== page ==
• July 7, 2010 at 8:22 am
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    Went Crossfit Eugene this morning – cool box – very nice people

    wod / 3 rds 250 skjips,, 1.25 pod KB swings, 12 pull ups
    14:36

  • July 7, 2010 at 8:29 am
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    19:08 Rx

    Eric – I know exactly what you mean! Been there.

  • July 7, 2010 at 8:49 am
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    18:35 Rx. inverted ring pulls are a whipping. rowing to running also painful. good rooster crew.

  • July 7, 2010 at 9:17 am
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    Whats an inverted Ring Pull?

  • July 7, 2010 at 10:37 am
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    3rds 500m row 12 c&j 135# 12:25

    Back squat 5×3 225-275-315-335-365

    playing catch up these are great wods keep them coming

  • July 7, 2010 at 11:22 am
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    I heard Whisky was going to be there..

  • July 7, 2010 at 11:55 am
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    19:20 Rx
    Row to run… aweful.
    But loved the WOD.

  • July 7, 2010 at 12:00 pm
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    I lied. I did 5 reps of front squat at 65#.

    Faith is afraid…

  • July 7, 2010 at 1:13 pm
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    inverted ring pull….lying on your back, legs extended, heels on 24′ box, pull up using rings. they suck….

  • July 7, 2010 at 2:15 pm
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    The ring pullups were much more difficult than I thought. I think most of us underestimated the difficulty.

  • July 7, 2010 at 2:31 pm
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    After the first round of ring pulls I kept praying that all the rings would be occupied. Doing 20 pull ups would have been a lot easier.

  • July 7, 2010 at 3:30 pm
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    Does inverted mean inverted, or horizontal – like the vid?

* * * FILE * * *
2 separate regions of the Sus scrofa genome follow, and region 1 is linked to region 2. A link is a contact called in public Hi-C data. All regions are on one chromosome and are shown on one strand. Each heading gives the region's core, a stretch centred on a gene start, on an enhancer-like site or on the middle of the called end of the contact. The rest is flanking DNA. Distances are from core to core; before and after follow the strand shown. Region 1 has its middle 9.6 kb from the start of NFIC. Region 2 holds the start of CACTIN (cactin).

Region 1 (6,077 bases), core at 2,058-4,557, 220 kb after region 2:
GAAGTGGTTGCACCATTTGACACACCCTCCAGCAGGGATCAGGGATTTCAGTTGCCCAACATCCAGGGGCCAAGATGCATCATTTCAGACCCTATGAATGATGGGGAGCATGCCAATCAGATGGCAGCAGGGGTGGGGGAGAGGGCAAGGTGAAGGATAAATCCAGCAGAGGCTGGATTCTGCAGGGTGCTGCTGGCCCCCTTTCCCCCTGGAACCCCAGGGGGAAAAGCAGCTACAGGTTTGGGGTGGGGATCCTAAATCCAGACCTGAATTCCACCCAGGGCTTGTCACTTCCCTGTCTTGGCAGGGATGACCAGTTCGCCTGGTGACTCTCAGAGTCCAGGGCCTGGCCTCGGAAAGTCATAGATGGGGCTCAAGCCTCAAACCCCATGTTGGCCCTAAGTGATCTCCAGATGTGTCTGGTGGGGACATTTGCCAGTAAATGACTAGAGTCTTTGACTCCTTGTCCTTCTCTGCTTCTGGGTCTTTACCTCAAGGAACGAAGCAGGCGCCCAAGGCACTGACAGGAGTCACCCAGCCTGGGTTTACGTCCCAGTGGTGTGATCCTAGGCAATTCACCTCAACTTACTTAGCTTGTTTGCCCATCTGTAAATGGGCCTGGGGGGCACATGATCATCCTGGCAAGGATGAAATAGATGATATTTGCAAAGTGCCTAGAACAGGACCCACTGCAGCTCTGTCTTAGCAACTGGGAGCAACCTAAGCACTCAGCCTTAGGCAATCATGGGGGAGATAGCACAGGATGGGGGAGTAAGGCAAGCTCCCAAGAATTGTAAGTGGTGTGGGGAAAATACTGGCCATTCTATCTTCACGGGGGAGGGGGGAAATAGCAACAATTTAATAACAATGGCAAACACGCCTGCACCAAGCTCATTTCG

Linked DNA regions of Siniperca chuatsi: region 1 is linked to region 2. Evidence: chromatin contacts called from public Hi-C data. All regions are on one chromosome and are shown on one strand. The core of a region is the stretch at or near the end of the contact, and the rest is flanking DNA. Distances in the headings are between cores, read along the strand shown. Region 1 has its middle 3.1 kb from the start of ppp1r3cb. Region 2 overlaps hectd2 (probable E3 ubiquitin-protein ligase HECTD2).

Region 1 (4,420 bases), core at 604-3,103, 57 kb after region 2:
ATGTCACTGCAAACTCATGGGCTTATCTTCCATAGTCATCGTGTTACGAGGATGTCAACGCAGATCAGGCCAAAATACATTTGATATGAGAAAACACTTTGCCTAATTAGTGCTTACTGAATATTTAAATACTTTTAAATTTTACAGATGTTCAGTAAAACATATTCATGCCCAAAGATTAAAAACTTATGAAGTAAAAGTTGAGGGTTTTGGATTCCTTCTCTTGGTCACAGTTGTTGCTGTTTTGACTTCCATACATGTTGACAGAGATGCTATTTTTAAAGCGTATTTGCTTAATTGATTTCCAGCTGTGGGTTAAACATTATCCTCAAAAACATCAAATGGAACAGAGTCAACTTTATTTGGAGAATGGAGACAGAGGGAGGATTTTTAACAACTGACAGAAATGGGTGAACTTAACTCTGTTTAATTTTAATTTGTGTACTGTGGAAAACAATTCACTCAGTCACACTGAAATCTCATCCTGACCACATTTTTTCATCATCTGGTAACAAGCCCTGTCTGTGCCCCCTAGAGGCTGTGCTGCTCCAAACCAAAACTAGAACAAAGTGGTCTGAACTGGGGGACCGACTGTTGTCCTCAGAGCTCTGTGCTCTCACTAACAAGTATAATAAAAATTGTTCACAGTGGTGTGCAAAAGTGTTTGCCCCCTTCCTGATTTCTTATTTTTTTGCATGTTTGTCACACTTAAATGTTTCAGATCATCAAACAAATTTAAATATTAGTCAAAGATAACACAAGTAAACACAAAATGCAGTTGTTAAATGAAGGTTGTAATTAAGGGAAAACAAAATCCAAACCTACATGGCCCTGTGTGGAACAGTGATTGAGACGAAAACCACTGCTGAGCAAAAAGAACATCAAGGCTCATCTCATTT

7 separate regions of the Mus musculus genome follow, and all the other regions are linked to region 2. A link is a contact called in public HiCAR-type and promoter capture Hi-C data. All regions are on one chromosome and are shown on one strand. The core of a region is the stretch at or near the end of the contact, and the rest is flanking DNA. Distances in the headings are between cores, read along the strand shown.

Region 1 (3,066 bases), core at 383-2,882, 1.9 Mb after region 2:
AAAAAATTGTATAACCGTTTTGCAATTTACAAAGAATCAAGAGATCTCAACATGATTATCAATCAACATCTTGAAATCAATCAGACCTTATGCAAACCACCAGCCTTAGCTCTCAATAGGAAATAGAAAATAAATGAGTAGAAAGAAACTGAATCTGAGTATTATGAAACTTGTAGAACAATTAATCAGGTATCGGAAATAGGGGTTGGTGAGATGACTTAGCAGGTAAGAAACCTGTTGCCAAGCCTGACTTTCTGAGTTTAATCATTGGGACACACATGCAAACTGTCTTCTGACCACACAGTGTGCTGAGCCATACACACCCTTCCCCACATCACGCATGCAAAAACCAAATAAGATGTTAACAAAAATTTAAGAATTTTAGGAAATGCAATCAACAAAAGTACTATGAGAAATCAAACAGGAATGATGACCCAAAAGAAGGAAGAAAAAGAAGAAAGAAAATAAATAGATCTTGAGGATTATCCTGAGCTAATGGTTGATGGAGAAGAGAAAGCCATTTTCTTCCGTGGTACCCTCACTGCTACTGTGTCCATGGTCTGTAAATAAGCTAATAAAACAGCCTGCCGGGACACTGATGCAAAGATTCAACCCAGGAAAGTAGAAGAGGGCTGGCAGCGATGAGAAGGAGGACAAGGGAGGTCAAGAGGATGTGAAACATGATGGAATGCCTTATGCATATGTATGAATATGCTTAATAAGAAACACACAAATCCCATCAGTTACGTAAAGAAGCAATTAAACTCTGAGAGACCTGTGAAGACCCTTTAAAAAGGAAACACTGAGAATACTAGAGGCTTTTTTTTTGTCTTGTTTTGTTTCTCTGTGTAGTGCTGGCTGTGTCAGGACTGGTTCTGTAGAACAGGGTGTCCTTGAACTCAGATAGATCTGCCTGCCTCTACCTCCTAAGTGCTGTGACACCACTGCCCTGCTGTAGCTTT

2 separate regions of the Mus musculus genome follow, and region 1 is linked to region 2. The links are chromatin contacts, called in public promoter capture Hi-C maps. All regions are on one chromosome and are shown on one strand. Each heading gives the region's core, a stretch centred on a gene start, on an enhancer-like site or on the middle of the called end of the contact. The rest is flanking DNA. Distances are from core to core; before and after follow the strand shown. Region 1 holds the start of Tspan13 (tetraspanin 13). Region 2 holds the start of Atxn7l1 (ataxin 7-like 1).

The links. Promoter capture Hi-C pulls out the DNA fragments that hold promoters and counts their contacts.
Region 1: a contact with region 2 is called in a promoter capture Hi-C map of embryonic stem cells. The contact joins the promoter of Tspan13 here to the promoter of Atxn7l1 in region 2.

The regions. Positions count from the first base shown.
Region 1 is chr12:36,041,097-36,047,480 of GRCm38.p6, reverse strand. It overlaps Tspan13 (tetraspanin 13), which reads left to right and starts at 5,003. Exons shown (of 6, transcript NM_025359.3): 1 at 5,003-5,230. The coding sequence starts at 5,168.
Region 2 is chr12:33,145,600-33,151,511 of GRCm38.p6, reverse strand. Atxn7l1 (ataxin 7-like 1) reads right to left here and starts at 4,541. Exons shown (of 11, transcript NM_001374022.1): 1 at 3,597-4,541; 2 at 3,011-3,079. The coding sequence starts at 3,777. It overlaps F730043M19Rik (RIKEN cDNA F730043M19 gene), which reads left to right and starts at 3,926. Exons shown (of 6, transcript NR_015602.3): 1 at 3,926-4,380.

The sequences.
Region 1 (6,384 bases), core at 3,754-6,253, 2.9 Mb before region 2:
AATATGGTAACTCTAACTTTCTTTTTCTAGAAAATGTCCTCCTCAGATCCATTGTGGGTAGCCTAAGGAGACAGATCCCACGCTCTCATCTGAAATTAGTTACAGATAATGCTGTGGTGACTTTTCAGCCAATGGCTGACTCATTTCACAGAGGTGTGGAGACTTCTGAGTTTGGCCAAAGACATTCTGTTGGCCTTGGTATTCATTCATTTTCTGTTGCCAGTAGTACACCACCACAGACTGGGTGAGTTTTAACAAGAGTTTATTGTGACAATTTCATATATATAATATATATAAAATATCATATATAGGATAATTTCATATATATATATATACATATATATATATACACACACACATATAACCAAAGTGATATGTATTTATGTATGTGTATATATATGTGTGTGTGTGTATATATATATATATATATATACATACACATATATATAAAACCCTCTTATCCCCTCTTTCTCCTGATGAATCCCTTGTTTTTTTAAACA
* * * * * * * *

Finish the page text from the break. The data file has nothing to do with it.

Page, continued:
Very cool post Andrew. In the subject of keeping a bit in reserve, Running to the Top by Arthur Lydiard talks about that very thing. In the context of xfit, might be best for training to not always go all out into the full on lactic acid throw up phase, not that I have a problem with that – ever going all out.

    From the #33 Robb Wolf pod cast:

    “Question regarding – Training the CrossFit Games Athlete a “new way”

    Rob- love your blog and podcast, here’s my question…
    I recently found myself reading a book by Arthur Lydiard about running and best performance. “Run to the top”
    (He’s a legendary running coach in New Zealand – coached athletes with Gold medals from
    800m through to Marathon) I think there are some really interesting parallels with what he describes in being able to reach your running best and possibly reaching your ‘CrossFit best’ performances. Specifically he describes a periodized approach to training and with regards to 800m
    running he emphasises the need to build a base of high volume work aerobic, as a means to maximise race potential and also longevity over the years. (To clarify he’s NOT talking about LSD, he states running volume at maximum aerobic capacity and not straying into the noticeably lactic efforts) He describes the negative effects of constant and Ill timed interval training, resultant high
    PH levels, a suffering CNS and reduced ability to absorb nutrients into the body as a result.
    My questions are… since most CrossFit events are of 800m and beyond time duration would it not make sense to train in an AEROBIC fashion the majority of the time once you have a suitable strength base? Lydiard adds in elements of strength work, hill training , intervals and speed work to sharpen his athletes but over a sensible time frame. He emphasis that a good AEROBIC base protects the athlete from the effects of harder running and that you should “train NOT strain”.
    Do you think this means a CrossFit Athlete should find there “Aerobic sweet spot” i.e. a level of intensity that is still predominantly aerobic and NOT bathed in lactic acid for the majority of their WOD’s?
    I know this goes against the CrossFit principle of “spank it hard every time” but surely we’re dealing with mostly known , almost knowable games events?
    Many thanks for your thoughts”

  • July 7, 2010 at 3:52 pm
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    Amie/Mark thanks also for the article.

    http://www.againfaster.com/articles/

    So what do you experts think of the suggested scaling formula of 50% 1RM for high volume?

    Be interesting to see if Angie could Woman Up and try this.

  • July 7, 2010 at 5:52 pm
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    10 rounds –
    10 pullups
    10 ring dips
    10 situps
    10 squats

    11:42

    First metcon in a while, felt like I thought. Not good.

  • July 7, 2010 at 6:09 pm
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    4:30 class is a beating.. I really respect you guys!

    21:21 It was so hot, I felt nauseous before I even started..

    Angie you are so fun to work out with!! I’d come back just for that! 😀

  • July 7, 2010 at 7:26 pm
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    Power clean warmup – 95×5, 135×5, 155×3, 185×3

    Deadlift – 135×5, 185×5, 225×5, 245×3, 275×5, 315×3, 325×5

Comments are closed.